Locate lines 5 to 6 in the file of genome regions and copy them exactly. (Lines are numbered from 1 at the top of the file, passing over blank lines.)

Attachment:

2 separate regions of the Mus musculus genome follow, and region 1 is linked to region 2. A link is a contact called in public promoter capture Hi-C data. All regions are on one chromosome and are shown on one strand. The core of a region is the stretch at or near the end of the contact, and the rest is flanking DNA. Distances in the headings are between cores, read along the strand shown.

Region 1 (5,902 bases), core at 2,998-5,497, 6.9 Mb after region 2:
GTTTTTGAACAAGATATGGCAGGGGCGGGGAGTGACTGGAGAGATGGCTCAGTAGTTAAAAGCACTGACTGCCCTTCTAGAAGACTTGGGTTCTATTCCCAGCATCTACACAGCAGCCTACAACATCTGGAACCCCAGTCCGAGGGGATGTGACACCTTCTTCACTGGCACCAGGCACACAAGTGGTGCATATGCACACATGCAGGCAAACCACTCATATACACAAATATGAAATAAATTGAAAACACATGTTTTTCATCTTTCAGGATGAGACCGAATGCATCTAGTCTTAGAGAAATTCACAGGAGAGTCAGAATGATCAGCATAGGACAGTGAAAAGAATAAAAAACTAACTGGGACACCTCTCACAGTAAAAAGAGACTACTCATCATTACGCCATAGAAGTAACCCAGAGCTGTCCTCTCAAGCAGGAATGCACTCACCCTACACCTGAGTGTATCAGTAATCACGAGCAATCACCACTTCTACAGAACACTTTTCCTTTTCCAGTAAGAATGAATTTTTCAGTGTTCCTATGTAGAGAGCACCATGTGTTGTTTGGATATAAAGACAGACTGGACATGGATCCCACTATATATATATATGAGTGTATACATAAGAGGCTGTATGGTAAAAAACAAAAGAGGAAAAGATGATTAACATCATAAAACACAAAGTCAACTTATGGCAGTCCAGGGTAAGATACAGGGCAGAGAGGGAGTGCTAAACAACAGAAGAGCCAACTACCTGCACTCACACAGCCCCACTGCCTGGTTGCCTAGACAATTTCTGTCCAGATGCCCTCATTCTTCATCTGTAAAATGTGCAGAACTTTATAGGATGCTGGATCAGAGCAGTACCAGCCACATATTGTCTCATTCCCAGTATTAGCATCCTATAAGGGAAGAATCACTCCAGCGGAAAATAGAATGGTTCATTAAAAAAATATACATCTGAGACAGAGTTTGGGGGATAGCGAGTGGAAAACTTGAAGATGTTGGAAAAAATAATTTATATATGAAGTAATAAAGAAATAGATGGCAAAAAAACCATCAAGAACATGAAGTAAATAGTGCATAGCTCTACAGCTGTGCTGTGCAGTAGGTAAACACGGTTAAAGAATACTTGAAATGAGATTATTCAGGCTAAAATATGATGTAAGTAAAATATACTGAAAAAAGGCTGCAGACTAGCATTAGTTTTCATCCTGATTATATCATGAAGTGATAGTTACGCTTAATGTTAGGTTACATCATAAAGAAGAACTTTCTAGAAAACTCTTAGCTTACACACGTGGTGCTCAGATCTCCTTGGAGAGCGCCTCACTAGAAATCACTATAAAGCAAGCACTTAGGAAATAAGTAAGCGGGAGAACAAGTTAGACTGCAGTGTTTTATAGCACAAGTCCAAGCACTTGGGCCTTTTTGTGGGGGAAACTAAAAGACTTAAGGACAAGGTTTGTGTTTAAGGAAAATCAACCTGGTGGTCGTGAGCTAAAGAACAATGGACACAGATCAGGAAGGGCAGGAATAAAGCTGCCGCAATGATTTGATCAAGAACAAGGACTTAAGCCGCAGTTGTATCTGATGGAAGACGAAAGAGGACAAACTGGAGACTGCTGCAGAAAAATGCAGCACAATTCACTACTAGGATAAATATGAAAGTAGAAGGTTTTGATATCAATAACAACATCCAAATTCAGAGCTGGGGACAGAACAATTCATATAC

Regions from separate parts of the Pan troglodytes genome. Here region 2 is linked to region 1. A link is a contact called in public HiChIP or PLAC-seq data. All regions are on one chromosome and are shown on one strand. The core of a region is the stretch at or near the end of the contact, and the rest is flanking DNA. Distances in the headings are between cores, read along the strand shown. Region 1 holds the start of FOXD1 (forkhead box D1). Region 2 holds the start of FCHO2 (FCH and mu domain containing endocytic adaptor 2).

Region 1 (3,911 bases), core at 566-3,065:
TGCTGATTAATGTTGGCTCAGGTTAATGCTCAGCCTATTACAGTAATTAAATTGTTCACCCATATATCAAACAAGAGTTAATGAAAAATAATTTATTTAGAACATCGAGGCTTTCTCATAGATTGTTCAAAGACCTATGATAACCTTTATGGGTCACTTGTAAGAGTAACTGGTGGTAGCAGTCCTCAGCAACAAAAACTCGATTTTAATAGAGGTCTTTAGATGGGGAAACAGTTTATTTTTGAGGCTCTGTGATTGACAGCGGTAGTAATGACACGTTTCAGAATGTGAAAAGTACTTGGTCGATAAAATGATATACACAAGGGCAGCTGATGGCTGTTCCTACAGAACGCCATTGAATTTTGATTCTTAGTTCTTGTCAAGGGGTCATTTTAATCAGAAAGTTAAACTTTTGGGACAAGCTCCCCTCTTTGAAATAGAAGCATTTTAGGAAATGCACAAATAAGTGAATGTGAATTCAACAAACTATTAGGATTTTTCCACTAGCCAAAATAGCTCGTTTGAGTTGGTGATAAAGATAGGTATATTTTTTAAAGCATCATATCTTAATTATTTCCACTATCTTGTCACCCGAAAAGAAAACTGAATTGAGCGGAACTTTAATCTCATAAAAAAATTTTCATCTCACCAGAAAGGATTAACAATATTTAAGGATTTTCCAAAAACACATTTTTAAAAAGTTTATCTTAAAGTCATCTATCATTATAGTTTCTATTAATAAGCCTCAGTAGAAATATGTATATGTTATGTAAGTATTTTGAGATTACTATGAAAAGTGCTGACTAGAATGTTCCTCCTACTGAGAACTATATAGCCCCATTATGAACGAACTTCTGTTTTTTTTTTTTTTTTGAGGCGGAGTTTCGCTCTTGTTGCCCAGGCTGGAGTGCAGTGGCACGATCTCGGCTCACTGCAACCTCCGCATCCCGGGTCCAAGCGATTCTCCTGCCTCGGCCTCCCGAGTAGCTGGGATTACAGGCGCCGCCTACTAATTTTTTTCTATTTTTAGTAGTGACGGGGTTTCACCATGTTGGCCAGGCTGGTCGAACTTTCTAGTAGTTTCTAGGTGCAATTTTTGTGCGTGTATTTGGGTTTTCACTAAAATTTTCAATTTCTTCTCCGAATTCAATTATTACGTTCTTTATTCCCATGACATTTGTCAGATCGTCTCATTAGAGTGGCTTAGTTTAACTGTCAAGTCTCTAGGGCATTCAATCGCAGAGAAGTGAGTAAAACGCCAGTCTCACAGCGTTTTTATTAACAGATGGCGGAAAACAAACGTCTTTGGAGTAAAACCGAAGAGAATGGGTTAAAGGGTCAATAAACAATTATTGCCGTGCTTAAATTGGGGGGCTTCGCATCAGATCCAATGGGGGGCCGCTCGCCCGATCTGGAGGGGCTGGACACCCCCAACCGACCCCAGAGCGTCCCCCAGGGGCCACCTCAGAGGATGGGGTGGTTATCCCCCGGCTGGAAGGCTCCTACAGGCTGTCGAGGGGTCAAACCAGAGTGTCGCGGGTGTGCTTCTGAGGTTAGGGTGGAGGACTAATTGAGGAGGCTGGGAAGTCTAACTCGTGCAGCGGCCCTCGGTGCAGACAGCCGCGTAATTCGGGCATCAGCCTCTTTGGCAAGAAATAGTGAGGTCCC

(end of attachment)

Region 1 (3,911 bases), core at 566-3,065:
TGCTGATTAATGTTGGCTCAGGTTAATGCTCAGCCTATTACAGTAATTAAATTGTTCACCCATATATCAAACAAGAGTTAATGAAAAATAATTTATTTAGAACATCGAGGCTTTCTCATAGATTGTTCAAAGACCTATGATAACCTTTATGGGTCACTTGTAAGAGTAACTGGTGGTAGCAGTCCTCAGCAACAAAAACTCGATTTTAATAGAGGTCTTTAGATGGGGAAACAGTTTATTTTTGAGGCTCTGTGATTGACAGCGGTAGTAATGACACGTTTCAGAATGTGAAAAGTACTTGGTCGATAAAATGATATACACAAGGGCAGCTGATGGCTGTTCCTACAGAACGCCATTGAATTTTGATTCTTAGTTCTTGTCAAGGGGTCATTTTAATCAGAAAGTTAAACTTTTGGGACAAGCTCCCCTCTTTGAAATAGAAGCATTTTAGGAAATGCACAAATAAGTGAATGTGAATTCAACAAACTATTAGGATTTTTCCACTAGCCAAAATAGCTCGTTTGAGTTGGTGATAAAGATAGGTATATTTTTTAAAGCATCATATCTTAATTATTTCCACTATCTTGTCACCCGAAAAGAAAACTGAATTGAGCGGAACTTTAATCTCATAAAAAAATTTTCATCTCACCAGAAAGGATTAACAATATTTAAGGATTTTCCAAAAACACATTTTTAAAAAGTTTATCTTAAAGTCATCTATCATTATAGTTTCTATTAATAAGCCTCAGTAGAAATATGTATATGTTATGTAAGTATTTTGAGATTACTATGAAAAGTGCTGACTAGAATGTTCCTCCTACTGAGAACTATATAGCCCCATTATGAACGAACTTCTGTTTTTTTTTTTTTTTTGAGGCGGAGTTTCGCTCTTGTTGCCCAGGCTGGAGTGCAGTGGCACGATCTCGGCTCACTGCAACCTCCGCATCCCGGGTCCAAGCGATTCTCCTGCCTCGGCCTCCCGAGTAGCTGGGATTACAGGCGCCGCCTACTAATTTTTTTCTATTTTTAGTAGTGACGGGGTTTCACCATGTTGGCCAGGCTGGTCGAACTTTCTAGTAGTTTCTAGGTGCAATTTTTGTGCGTGTATTTGGGTTTTCACTAAAATTTTCAATTTCTTCTCCGAATTCAATTATTACGTTCTTTATTCCCATGACATTTGTCAGATCGTCTCATTAGAGTGGCTTAGTTTAACTGTCAAGTCTCTAGGGCATTCAATCGCAGAGAAGTGAGTAAAACGCCAGTCTCACAGCGTTTTTATTAACAGATGGCGGAAAACAAACGTCTTTGGAGTAAAACCGAAGAGAATGGGTTAAAGGGTCAATAAACAATTATTGCCGTGCTTAAATTGGGGGGCTTCGCATCAGATCCAATGGGGGGCCGCTCGCCCGATCTGGAGGGGCTGGACACCCCCAACCGACCCCAGAGCGTCCCCCAGGGGCCACCTCAGAGGATGGGGTGGTTATCCCCCGGCTGGAAGGCTCCTACAGGCTGTCGAGGGGTCAAACCAGAGTGTCGCGGGTGTGCTTCTGAGGTTAGGGTGGAGGACTAATTGAGGAGGCTGGGAAGTCTAACTCGTGCAGCGGCCCTCGGTGCAGACAGCCGCGTAATTCGGGCATCAGCCTCTTTGGCAAGAAATAGTGAGGTCCC